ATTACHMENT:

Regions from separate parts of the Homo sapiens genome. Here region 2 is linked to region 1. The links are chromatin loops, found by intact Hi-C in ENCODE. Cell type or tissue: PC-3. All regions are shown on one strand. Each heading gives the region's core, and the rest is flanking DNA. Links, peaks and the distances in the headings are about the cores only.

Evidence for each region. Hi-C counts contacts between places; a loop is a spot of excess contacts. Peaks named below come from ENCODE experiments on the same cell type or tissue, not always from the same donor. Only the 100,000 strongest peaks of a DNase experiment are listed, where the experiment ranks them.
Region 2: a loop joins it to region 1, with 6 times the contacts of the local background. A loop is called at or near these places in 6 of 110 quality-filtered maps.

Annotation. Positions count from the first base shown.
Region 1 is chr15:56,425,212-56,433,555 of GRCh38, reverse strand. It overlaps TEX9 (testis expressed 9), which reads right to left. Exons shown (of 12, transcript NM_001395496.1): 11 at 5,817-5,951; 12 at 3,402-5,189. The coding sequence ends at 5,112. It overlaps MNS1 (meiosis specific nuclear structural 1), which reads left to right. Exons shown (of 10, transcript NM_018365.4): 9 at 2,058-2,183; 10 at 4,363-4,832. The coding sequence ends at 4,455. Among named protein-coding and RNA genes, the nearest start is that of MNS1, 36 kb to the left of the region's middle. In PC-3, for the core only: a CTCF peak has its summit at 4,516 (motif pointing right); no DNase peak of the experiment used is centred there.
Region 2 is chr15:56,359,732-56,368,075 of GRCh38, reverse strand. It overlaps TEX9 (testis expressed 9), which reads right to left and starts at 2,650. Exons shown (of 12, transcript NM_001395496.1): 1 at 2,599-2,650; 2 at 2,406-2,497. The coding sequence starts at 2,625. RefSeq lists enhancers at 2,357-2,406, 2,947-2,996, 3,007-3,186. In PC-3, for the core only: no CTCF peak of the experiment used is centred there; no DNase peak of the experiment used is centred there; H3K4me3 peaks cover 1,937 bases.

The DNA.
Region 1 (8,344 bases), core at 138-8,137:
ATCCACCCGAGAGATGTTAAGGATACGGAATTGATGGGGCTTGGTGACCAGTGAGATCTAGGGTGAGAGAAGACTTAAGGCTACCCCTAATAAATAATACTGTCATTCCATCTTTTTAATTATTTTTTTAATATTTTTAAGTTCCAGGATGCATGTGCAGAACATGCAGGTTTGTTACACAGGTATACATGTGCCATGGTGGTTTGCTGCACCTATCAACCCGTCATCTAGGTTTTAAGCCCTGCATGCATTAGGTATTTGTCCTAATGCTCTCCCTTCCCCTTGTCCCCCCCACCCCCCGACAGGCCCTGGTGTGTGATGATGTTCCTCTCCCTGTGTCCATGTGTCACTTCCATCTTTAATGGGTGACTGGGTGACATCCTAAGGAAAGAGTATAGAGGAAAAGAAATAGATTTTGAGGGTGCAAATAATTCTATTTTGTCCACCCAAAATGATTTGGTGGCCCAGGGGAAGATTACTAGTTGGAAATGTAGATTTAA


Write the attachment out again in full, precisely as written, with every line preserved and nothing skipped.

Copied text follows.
Regions from separate parts of the Homo sapiens genome. Here region 2 is linked to region 1. The links are chromatin loops, found by intact Hi-C in ENCODE. Cell type or tissue: PC-3. All regions are shown on one strand. Each heading gives the region's core, and the rest is flanking DNA. Links, peaks and the distances in the headings are about the cores only.

Evidence for each region. Hi-C counts contacts between places; a loop is a spot of excess contacts. Peaks named below come from ENCODE experiments on the same cell type or tissue, not always from the same donor. Only the 100,000 strongest peaks of a DNase experiment are listed, where the experiment ranks them.
Region 2: a loop joins it to region 1, with 6 times the contacts of the local background. A loop is called at or near these places in 6 of 110 quality-filtered maps.

Annotation. Positions count from the first base shown.
Region 1 is chr15:56,425,212-56,433,555 of GRCh38, reverse strand. It overlaps TEX9 (testis expressed 9), which reads right to left. Exons shown (of 12, transcript NM_001395496.1): 11 at 5,817-5,951; 12 at 3,402-5,189. The coding sequence ends at 5,112. It overlaps MNS1 (meiosis specific nuclear structural 1), which reads left to right. Exons shown (of 10, transcript NM_018365.4): 9 at 2,058-2,183; 10 at 4,363-4,832. The coding sequence ends at 4,455. Among named protein-coding and RNA genes, the nearest start is that of MNS1, 36 kb to the left of the region's middle. In PC-3, for the core only: a CTCF peak has its summit at 4,516 (motif pointing right); no DNase peak of the experiment used is centred there.
Region 2 is chr15:56,359,732-56,368,075 of GRCh38, reverse strand. It overlaps TEX9 (testis expressed 9), which reads right to left and starts at 2,650. Exons shown (of 12, transcript NM_001395496.1): 1 at 2,599-2,650; 2 at 2,406-2,497. The coding sequence starts at 2,625. RefSeq lists enhancers at 2,357-2,406, 2,947-2,996, 3,007-3,186. In PC-3, for the core only: no CTCF peak of the experiment used is centred there; no DNase peak of the experiment used is centred there; H3K4me3 peaks cover 1,937 bases.

The DNA.
Region 1 (8,344 bases), core at 138-8,137:
ATCCACCCGAGAGATGTTAAGGATACGGAATTGATGGGGCTTGGTGACCAGTGAGATCTAGGGTGAGAGAAGACTTAAGGCTACCCCTAATAAATAATACTGTCATTCCATCTTTTTAATTATTTTTTTAATATTTTTAAGTTCCAGGATGCATGTGCAGAACATGCAGGTTTGTTACACAGGTATACATGTGCCATGGTGGTTTGCTGCACCTATCAACCCGTCATCTAGGTTTTAAGCCCTGCATGCATTAGGTATTTGTCCTAATGCTCTCCCTTCCCCTTGTCCCCCCCACCCCCCGACAGGCCCTGGTGTGTGATGATGTTCCTCTCCCTGTGTCCATGTGTCACTTCCATCTTTAATGGGTGACTGGGTGACATCCTAAGGAAAGAGTATAGAGGAAAAGAAATAGATTTTGAGGGTGCAAATAATTCTATTTTGTCCACCCAAAATGATTTGGTGGCCCAGGGGAAGATTACTAGTTGGAAATGTAGATTTAA